According to an article on the conservative site Campus Reform, a recent online quiz for a Psychology 1100 class at The Ohio State University asked students:
Theo has an IQ of 100 and Aine has an IQ of 125. Which of the following statements [would] you expect to be true?
– Aine is an atheist, while Theo is a Christian.
– Aine earns less money than Theo.
– Theo is more liberal than Aine.
– Theo is an atheist, while Aine is a Christian.
Correct answer? Aine (with a higher IQ) is an atheist, while Theo is a Christian.
Assuming nothing here is doctored, it just strikes me as a horribly written, too-simplified-to-be-useful question.
It’s true that a research paper published last fall said there’s a negative correlation between religiosity and IQ — the higher your IQ, the less religious you were — but even the researchers didn’t jump to the conclusion that the quiz question suggests:
But [psychologist Miron] Zuckerman is careful to point out that his work — known as a “meta-study” because it examines a range of other studies — does not mean only dumb people believe in God.
Rather, he said, it shows only that more intelligent people may have less need for religion.
“It is truly the wrong message to take from here that if I believe in God I must be stupid,” he said. “I would not want to bet any money on that because I would have a very good chance of losing a lot of money.”
“We say it is possible that having a high level of intelligence provides similar functions to what religion provides” for people who adhere to a religion, Zuckerman said.
It’s also true that countries that are more atheistic tend to have higher average IQs. However, averages say very little about individuals and the quiz question simplifies the data so much that it becomes flat-out weird. (What do we really know about Theo and Aine? Next to nothing.)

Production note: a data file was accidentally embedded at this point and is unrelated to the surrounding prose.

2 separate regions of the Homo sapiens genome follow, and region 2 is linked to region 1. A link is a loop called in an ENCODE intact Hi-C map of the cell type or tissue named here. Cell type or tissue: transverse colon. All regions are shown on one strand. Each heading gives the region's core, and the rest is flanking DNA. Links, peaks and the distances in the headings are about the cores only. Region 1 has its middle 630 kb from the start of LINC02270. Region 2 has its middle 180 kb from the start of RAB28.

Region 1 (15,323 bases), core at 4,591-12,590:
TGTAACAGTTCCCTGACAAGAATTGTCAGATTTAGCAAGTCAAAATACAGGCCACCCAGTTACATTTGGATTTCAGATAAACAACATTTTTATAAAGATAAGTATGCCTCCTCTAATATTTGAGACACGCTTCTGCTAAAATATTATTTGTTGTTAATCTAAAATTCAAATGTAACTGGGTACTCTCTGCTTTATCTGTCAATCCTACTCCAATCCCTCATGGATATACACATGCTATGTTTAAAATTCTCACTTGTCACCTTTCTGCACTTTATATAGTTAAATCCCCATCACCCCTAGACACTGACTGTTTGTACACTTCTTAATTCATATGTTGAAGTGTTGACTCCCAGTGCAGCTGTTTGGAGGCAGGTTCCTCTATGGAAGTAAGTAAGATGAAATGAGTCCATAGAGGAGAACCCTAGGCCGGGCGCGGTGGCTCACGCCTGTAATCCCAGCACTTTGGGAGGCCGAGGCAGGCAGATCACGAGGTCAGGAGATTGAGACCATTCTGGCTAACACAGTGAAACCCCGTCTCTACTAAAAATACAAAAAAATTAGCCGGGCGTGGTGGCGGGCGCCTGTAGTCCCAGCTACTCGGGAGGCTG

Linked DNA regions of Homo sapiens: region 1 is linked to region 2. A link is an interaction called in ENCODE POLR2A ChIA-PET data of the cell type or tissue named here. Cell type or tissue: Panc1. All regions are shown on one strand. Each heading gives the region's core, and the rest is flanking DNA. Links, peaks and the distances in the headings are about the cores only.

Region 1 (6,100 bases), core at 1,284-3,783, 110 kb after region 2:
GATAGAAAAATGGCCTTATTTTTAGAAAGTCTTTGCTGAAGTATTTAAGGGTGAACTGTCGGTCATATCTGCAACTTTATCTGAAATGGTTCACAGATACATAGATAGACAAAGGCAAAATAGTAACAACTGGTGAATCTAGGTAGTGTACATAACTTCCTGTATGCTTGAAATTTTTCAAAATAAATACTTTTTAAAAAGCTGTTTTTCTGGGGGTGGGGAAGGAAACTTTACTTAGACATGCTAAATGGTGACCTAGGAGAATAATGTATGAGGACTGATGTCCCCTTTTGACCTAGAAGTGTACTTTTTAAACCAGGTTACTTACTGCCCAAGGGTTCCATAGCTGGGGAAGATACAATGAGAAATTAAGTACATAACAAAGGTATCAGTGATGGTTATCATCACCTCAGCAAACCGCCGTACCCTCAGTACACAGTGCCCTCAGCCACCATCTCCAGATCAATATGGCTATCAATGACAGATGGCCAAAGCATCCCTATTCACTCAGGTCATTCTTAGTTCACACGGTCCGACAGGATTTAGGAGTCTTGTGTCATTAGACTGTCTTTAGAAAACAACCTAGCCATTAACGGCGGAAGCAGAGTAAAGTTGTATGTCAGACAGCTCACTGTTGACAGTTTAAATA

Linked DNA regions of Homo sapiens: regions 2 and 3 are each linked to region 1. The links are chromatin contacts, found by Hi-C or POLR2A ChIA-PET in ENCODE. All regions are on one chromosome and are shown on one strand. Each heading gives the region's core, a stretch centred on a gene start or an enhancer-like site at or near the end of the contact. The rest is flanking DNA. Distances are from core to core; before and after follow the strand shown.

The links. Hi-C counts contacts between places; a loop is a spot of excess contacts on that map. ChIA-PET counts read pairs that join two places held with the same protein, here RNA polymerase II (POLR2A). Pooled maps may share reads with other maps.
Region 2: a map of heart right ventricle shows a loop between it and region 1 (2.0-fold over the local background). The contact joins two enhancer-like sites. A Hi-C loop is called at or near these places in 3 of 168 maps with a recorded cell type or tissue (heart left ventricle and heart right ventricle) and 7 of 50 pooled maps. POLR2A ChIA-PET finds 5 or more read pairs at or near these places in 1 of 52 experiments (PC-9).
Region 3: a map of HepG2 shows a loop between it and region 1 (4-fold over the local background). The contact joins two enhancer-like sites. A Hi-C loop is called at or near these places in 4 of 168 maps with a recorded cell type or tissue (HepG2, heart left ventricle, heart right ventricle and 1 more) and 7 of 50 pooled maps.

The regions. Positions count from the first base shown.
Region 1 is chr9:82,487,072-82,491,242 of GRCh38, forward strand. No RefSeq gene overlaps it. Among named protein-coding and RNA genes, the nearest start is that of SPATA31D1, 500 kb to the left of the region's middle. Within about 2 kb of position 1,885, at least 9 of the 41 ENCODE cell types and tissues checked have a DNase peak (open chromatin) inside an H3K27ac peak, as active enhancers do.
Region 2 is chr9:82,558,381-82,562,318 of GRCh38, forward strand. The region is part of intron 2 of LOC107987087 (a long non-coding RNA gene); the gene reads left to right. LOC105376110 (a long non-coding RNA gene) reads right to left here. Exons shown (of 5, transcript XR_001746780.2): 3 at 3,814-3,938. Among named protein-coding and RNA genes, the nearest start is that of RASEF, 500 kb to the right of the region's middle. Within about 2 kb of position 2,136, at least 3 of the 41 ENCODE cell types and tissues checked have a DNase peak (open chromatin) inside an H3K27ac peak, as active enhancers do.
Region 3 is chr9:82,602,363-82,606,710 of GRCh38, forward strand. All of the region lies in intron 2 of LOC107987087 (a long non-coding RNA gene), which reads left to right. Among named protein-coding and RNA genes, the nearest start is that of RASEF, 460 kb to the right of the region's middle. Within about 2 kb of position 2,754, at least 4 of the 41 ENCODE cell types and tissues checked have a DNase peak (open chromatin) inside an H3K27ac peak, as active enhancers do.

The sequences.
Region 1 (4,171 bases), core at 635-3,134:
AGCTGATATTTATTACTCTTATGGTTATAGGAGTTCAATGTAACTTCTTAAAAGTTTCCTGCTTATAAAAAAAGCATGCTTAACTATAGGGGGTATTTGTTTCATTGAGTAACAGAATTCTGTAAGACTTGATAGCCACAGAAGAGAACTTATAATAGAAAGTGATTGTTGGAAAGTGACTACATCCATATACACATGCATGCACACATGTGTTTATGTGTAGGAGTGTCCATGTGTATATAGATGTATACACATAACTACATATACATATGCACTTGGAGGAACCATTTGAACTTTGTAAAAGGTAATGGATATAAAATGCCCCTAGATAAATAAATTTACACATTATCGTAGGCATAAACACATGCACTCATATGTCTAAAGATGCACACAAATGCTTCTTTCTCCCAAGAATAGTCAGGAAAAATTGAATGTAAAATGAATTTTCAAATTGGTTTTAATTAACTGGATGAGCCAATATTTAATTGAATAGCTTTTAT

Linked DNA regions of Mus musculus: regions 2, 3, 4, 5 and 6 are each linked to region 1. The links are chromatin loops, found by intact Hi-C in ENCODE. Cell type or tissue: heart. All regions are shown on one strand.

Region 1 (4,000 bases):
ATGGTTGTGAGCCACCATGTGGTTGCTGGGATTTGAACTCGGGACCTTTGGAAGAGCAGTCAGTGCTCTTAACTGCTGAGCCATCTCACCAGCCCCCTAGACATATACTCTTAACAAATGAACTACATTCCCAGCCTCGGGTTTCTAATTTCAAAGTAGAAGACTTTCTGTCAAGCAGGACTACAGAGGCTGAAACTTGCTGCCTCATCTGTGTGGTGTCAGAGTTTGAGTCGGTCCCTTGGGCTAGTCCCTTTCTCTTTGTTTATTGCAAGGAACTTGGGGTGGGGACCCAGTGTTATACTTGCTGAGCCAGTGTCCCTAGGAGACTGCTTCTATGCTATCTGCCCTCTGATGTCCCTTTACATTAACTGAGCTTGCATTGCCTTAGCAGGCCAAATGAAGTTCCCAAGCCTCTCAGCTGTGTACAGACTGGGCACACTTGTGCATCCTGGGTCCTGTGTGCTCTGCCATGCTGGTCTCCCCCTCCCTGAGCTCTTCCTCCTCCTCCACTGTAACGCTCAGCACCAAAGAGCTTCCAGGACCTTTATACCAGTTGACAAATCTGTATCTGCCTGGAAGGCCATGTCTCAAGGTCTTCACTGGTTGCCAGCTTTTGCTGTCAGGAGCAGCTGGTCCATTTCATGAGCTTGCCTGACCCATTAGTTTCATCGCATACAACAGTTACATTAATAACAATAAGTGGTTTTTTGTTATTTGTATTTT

Here’s a simpler solution: Toss the question and have a discussion in class about how to properly interpret studies. There’s no evidence of anything nefarious going on, and it’s telling that Schallhorn never tells us what the textbook or professor actually said about the subject in question.
Still, she suggests there’s discrimination at play:
OSU explicitly prohibits discrimination on campus against any individual based on “age, ancestry, color, disability, gender identity or expression, genetic information, military status, national origin, race, religion, sex, sexual orientation, HIV status, or veteran status,” according to the university’s policy.
“Colleges will tolerate pretty much any religion other than Christianity,” the OSU student [who took the quiz] said. “If colleges really want to give everyone a fair shot, they should stay away from making comments about any religion.”
That has absolutely nothing to do with it. This isn’t about colleges being “liberal” or against religion. But no one tell University of North Carolina professor Dr. Mike Adams. He’s too busy auditioning for Fox News:
“So would it be permissible to force blacks to take a class teaching that blacks would have a lower IQ than white people?” he said in an interview with Campus Reform.
(How did this guy become a professor…?)
Look, a psychology or sociology class is a great place to talk about the benefits and drawbacks of religion. If there’s evidence of religion hurting us as a society, then we should talk about it. A college classroom is the perfect environment in which to challenge your beliefs, whatever they are. And if there’s reason to believe skin color affects your IQ, yes, it should be discussed, even in a required class. (Spoiler: Skin color doesn’t affect your IQ. But many other factors, like access to a quality education, do.)
None of that excuses the bad quiz question. But it’s not worth the big fuss. It’s a one-off question that should be simple to correct, so let the professor correct it (or get rid of it altogether). There’s no reason to jump to the conclusion that it’s somehow evidence of anti-Christian discrimination.